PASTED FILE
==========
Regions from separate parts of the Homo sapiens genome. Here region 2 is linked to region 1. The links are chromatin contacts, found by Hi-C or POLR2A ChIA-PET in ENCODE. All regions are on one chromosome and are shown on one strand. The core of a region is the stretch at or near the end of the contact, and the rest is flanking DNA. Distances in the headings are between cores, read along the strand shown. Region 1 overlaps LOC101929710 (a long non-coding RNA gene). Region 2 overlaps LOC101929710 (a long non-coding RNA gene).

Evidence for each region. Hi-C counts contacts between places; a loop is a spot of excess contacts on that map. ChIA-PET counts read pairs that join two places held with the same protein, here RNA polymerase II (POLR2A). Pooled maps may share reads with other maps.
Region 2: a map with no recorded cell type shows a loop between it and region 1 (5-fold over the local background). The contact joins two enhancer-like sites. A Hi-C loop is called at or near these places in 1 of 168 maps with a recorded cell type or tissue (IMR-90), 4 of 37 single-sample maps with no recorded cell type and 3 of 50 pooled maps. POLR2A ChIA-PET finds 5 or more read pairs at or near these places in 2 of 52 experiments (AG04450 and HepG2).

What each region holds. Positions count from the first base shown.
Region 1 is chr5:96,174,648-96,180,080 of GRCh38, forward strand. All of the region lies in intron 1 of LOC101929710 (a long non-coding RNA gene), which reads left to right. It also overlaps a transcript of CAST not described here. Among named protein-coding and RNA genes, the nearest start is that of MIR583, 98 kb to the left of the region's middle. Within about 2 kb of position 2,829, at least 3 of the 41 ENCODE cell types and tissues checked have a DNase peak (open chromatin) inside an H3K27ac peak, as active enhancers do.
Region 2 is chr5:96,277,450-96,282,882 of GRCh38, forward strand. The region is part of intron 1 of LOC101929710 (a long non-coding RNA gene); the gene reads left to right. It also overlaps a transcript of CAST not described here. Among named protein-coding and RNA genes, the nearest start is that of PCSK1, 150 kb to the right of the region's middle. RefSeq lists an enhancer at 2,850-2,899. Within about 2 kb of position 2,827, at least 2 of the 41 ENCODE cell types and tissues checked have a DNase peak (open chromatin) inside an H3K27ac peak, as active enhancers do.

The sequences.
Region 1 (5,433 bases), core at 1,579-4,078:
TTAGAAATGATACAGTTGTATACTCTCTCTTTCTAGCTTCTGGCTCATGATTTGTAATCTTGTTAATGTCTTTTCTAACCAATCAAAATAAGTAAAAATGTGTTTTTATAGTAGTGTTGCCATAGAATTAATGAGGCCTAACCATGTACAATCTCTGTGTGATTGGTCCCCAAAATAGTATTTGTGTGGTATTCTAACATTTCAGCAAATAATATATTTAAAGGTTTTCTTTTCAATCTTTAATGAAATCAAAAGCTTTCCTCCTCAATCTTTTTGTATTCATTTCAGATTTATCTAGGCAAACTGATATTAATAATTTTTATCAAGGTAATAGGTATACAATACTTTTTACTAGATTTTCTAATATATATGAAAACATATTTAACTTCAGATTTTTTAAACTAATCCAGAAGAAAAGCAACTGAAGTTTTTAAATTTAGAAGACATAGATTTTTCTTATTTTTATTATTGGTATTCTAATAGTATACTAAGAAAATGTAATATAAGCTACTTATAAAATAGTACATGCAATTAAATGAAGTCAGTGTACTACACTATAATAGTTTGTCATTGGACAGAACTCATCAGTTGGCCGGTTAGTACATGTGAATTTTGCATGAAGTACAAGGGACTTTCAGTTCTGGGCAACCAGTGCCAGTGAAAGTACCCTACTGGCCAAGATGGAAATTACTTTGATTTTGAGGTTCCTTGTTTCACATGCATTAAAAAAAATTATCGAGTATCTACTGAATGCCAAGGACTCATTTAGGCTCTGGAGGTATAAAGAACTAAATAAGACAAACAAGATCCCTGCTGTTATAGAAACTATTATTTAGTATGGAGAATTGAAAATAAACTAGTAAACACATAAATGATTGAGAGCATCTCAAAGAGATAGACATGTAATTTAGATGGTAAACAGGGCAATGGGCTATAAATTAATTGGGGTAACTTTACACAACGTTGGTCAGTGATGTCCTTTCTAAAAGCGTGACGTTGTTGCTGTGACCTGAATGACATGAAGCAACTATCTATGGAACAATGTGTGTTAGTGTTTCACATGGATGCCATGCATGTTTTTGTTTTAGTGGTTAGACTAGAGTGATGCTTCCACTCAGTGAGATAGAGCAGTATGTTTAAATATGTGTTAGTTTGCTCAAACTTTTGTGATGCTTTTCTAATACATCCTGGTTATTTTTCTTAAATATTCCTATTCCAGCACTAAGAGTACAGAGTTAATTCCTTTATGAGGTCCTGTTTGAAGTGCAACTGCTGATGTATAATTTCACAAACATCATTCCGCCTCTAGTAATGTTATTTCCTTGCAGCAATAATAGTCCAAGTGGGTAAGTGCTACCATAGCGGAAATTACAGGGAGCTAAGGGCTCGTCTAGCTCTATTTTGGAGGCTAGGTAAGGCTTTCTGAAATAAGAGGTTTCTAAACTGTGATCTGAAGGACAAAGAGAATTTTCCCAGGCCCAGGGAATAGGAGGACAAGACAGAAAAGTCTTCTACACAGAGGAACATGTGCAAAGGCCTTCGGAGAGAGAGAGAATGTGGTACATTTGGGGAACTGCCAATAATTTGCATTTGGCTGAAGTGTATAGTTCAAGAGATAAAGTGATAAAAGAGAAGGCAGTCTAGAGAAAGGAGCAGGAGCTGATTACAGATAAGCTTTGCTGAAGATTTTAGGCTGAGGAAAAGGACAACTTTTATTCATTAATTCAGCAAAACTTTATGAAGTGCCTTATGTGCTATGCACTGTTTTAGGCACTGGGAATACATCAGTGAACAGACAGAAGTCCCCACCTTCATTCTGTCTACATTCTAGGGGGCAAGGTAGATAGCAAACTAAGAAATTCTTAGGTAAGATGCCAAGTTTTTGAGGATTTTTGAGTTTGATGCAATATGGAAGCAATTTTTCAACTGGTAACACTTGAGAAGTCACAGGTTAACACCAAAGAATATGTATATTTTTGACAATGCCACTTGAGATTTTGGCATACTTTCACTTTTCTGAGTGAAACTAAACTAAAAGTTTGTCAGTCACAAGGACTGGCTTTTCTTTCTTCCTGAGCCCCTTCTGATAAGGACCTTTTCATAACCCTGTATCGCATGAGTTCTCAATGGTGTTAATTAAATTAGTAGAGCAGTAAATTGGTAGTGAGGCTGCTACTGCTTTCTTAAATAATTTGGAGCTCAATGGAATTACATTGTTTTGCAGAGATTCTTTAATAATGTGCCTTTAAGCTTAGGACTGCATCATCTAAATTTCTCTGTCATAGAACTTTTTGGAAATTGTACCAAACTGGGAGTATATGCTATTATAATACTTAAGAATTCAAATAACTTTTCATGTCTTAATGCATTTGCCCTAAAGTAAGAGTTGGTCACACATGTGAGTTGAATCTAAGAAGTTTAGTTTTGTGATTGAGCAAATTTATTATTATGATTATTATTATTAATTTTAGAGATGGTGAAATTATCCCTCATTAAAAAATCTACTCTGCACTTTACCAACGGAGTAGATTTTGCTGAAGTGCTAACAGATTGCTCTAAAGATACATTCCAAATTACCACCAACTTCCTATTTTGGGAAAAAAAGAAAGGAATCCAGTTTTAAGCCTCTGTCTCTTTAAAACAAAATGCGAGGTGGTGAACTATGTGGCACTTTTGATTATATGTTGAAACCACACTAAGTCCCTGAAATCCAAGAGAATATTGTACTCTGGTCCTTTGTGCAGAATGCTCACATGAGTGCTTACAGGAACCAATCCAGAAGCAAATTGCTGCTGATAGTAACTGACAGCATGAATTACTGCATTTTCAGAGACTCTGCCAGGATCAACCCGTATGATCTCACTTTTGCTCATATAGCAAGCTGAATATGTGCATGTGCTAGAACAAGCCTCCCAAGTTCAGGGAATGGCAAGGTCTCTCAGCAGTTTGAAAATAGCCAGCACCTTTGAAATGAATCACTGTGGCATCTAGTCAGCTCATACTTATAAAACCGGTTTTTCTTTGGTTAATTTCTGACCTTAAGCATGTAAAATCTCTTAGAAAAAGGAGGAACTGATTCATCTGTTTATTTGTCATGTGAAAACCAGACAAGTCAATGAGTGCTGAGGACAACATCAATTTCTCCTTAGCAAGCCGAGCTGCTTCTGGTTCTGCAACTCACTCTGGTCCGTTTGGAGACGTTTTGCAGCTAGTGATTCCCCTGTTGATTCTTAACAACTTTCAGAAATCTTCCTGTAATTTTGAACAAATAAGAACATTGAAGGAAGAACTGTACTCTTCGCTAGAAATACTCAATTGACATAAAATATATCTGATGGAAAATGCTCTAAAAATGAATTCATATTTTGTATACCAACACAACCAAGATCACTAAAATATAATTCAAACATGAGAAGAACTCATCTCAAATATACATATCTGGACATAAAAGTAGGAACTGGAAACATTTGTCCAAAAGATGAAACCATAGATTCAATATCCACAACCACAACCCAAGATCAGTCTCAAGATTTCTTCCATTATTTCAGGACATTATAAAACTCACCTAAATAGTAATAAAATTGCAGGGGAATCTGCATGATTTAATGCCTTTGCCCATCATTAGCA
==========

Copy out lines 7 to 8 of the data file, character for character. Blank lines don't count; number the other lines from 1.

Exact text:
The sequences.
Region 1 (5,433 bases), core at 1,579-4,078: